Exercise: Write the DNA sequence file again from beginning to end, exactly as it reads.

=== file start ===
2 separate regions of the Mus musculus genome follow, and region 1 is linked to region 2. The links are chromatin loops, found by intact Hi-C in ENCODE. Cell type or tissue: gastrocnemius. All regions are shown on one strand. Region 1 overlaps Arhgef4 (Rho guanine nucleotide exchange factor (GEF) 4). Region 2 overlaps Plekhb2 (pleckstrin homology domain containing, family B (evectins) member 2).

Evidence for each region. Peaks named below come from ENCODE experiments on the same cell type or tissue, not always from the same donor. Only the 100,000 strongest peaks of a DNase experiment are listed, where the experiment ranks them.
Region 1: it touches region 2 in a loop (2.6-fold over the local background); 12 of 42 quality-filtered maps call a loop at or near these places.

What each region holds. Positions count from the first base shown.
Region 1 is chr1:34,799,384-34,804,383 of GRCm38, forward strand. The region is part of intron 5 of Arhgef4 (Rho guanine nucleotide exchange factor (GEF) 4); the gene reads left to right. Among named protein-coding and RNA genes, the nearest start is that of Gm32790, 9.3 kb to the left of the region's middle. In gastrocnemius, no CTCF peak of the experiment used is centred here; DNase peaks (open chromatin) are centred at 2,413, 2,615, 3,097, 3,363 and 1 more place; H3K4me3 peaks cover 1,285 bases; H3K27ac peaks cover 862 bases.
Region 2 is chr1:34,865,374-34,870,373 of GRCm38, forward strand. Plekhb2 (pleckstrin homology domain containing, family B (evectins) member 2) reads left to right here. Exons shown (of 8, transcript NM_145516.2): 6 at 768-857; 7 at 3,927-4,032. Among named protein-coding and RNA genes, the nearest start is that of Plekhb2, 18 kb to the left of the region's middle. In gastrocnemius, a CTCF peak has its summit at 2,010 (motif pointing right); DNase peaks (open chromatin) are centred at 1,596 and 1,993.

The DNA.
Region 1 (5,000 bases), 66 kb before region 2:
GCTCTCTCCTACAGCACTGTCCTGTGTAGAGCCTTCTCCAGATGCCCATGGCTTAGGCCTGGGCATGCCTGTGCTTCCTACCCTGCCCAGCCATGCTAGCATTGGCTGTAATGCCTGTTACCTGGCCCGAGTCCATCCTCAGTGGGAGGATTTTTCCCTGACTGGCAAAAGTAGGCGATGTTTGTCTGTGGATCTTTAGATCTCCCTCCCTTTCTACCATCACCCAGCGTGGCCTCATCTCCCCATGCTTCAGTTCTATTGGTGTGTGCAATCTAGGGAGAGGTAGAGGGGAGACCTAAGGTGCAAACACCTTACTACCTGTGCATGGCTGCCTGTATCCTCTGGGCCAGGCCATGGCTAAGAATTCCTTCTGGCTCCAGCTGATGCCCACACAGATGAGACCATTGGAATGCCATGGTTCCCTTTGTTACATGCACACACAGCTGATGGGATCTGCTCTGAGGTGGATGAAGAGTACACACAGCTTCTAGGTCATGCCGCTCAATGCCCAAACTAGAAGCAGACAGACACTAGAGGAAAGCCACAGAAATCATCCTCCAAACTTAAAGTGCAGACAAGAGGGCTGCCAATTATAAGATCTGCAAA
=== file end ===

2 separate regions of the Mus musculus genome follow, and region 1 is linked to region 2. The links are chromatin loops, found by intact Hi-C in ENCODE. Cell type or tissue: gastrocnemius. All regions are shown on one strand. Region 1 overlaps Arhgef4 (Rho guanine nucleotide exchange factor (GEF) 4). Region 2 overlaps Plekhb2 (pleckstrin homology domain containing, family B (evectins) member 2).

Evidence for each region. Peaks named below come from ENCODE experiments on the same cell type or tissue, not always from the same donor. Only the 100,000 strongest peaks of a DNase experiment are listed, where the experiment ranks them.
Region 1: it touches region 2 in a loop (2.6-fold over the local background); 12 of 42 quality-filtered maps call a loop at or near these places.

What each region holds. Positions count from the first base shown.
Region 1 is chr1:34,799,384-34,804,383 of GRCm38, forward strand. The region is part of intron 5 of Arhgef4 (Rho guanine nucleotide exchange factor (GEF) 4); the gene reads left to right. Among named protein-coding and RNA genes, the nearest start is that of Gm32790, 9.3 kb to the left of the region's middle. In gastrocnemius, no CTCF peak of the experiment used is centred here; DNase peaks (open chromatin) are centred at 2,413, 2,615, 3,097, 3,363 and 1 more place; H3K4me3 peaks cover 1,285 bases; H3K27ac peaks cover 862 bases.
Region 2 is chr1:34,865,374-34,870,373 of GRCm38, forward strand. Plekhb2 (pleckstrin homology domain containing, family B (evectins) member 2) reads left to right here. Exons shown (of 8, transcript NM_145516.2): 6 at 768-857; 7 at 3,927-4,032. Among named protein-coding and RNA genes, the nearest start is that of Plekhb2, 18 kb to the left of the region's middle. In gastrocnemius, a CTCF peak has its summit at 2,010 (motif pointing right); DNase peaks (open chromatin) are centred at 1,596 and 1,993.

The DNA.
Region 1 (5,000 bases), 66 kb before region 2:
GCTCTCTCCTACAGCACTGTCCTGTGTAGAGCCTTCTCCAGATGCCCATGGCTTAGGCCTGGGCATGCCTGTGCTTCCTACCCTGCCCAGCCATGCTAGCATTGGCTGTAATGCCTGTTACCTGGCCCGAGTCCATCCTCAGTGGGAGGATTTTTCCCTGACTGGCAAAAGTAGGCGATGTTTGTCTGTGGATCTTTAGATCTCCCTCCCTTTCTACCATCACCCAGCGTGGCCTCATCTCCCCATGCTTCAGTTCTATTGGTGTGTGCAATCTAGGGAGAGGTAGAGGGGAGACCTAAGGTGCAAACACCTTACTACCTGTGCATGGCTGCCTGTATCCTCTGGGCCAGGCCATGGCTAAGAATTCCTTCTGGCTCCAGCTGATGCCCACACAGATGAGACCATTGGAATGCCATGGTTCCCTTTGTTACATGCACACACAGCTGATGGGATCTGCTCTGAGGTGGATGAAGAGTACACACAGCTTCTAGGTCATGCCGCTCAATGCCCAAACTAGAAGCAGACAGACACTAGAGGAAAGCCACAGAAATCATCCTCCAAACTTAAAGTGCAGACAAGAGGGCTGCCAATTATAAGATCTGCAAA